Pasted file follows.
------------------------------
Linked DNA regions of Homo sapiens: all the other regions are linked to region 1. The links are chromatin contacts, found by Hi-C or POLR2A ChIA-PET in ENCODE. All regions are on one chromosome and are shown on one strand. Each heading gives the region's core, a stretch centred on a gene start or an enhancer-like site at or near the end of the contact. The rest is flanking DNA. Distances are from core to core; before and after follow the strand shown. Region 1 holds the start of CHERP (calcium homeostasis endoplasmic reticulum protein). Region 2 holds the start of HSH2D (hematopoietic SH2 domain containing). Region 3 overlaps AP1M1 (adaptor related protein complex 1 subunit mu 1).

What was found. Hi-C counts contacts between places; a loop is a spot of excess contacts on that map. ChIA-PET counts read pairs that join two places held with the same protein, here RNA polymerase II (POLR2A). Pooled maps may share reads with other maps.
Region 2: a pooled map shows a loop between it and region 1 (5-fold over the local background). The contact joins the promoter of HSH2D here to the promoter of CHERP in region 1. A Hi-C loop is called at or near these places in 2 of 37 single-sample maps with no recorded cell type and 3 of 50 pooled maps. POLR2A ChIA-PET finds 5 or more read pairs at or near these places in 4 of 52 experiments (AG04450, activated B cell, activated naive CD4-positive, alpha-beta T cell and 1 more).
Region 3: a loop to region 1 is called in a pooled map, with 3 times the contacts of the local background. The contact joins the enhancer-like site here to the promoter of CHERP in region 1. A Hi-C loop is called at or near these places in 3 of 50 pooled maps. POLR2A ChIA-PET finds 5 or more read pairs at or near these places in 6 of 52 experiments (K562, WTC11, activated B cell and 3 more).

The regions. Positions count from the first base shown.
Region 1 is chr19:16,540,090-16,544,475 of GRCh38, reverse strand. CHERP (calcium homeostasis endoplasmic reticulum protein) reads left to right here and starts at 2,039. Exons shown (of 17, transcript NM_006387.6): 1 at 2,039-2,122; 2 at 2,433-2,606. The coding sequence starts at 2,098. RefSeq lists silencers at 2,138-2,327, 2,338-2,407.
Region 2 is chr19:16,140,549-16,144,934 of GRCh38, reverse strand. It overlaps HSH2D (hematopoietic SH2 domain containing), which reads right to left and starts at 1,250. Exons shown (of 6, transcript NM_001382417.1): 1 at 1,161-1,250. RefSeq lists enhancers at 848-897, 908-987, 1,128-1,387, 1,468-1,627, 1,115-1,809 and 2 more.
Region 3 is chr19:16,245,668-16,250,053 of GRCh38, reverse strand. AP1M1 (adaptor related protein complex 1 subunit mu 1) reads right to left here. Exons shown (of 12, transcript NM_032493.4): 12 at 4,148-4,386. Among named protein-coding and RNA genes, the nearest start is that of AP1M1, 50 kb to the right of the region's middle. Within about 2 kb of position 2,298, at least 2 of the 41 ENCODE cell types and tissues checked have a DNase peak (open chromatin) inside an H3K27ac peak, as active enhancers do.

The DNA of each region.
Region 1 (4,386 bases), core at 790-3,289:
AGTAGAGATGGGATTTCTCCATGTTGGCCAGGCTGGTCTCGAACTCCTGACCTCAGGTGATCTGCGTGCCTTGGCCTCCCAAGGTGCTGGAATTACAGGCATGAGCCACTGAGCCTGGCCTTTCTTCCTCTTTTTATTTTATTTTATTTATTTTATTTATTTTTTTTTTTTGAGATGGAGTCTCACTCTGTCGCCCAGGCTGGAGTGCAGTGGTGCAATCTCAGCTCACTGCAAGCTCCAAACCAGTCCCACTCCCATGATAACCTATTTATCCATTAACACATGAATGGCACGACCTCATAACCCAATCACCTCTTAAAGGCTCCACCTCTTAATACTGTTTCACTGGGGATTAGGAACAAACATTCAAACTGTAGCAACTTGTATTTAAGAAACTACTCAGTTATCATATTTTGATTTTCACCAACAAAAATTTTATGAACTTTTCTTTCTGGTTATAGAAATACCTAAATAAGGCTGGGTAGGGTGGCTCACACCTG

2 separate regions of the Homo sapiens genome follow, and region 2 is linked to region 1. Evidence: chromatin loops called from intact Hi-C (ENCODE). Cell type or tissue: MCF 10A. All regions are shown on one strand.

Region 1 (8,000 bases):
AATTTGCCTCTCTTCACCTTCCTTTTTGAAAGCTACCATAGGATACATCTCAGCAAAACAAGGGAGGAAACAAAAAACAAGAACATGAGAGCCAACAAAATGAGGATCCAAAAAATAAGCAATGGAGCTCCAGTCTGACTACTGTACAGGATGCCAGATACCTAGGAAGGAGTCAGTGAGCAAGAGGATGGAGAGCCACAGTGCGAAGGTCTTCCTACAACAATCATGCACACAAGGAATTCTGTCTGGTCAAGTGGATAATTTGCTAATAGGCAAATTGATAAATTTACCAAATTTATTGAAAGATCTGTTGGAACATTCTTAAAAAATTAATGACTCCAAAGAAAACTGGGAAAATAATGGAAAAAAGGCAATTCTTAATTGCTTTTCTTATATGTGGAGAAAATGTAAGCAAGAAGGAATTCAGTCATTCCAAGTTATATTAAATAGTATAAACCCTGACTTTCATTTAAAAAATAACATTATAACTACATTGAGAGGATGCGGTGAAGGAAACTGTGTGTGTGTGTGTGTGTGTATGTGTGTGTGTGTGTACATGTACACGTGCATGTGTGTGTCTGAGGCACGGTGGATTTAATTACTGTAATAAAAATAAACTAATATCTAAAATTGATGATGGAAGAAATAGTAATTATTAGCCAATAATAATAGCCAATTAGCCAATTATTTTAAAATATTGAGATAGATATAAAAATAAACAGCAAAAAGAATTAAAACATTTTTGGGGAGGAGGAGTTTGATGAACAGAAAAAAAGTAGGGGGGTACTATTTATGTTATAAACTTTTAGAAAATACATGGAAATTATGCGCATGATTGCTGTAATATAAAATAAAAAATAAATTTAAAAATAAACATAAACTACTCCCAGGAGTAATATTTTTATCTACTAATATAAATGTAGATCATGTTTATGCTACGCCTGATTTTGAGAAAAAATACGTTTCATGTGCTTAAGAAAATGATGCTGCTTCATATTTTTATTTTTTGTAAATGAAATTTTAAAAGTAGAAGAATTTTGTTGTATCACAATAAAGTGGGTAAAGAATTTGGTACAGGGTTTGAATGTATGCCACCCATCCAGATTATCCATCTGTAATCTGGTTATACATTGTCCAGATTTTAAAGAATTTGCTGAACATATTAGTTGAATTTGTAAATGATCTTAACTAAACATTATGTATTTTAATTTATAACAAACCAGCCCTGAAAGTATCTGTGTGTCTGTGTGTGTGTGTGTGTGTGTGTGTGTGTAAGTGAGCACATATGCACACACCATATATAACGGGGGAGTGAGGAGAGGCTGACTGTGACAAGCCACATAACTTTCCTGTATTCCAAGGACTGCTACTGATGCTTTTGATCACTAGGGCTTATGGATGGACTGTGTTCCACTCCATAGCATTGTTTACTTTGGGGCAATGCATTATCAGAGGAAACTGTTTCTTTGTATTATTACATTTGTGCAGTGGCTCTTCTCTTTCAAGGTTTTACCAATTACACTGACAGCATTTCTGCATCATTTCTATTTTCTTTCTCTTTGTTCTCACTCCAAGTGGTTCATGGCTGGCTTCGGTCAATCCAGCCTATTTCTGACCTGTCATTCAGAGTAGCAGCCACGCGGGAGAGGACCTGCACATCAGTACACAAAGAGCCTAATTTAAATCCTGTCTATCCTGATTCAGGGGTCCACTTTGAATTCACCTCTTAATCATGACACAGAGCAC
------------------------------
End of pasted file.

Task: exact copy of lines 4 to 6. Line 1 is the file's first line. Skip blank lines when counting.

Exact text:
Region 3: a loop to region 1 is called in a pooled map, with 3 times the contacts of the local background. The contact joins the enhancer-like site here to the promoter of CHERP in region 1. A Hi-C loop is called at or near these places in 3 of 50 pooled maps. POLR2A ChIA-PET finds 5 or more read pairs at or near these places in 6 of 52 experiments (K562, WTC11, activated B cell and 3 more).

The regions. Positions count from the first base shown.
Region 1 is chr19:16,540,090-16,544,475 of GRCh38, reverse strand. CHERP (calcium homeostasis endoplasmic reticulum protein) reads left to right here and starts at 2,039. Exons shown (of 17, transcript NM_006387.6): 1 at 2,039-2,122; 2 at 2,433-2,606. The coding sequence starts at 2,098. RefSeq lists silencers at 2,138-2,327, 2,338-2,407.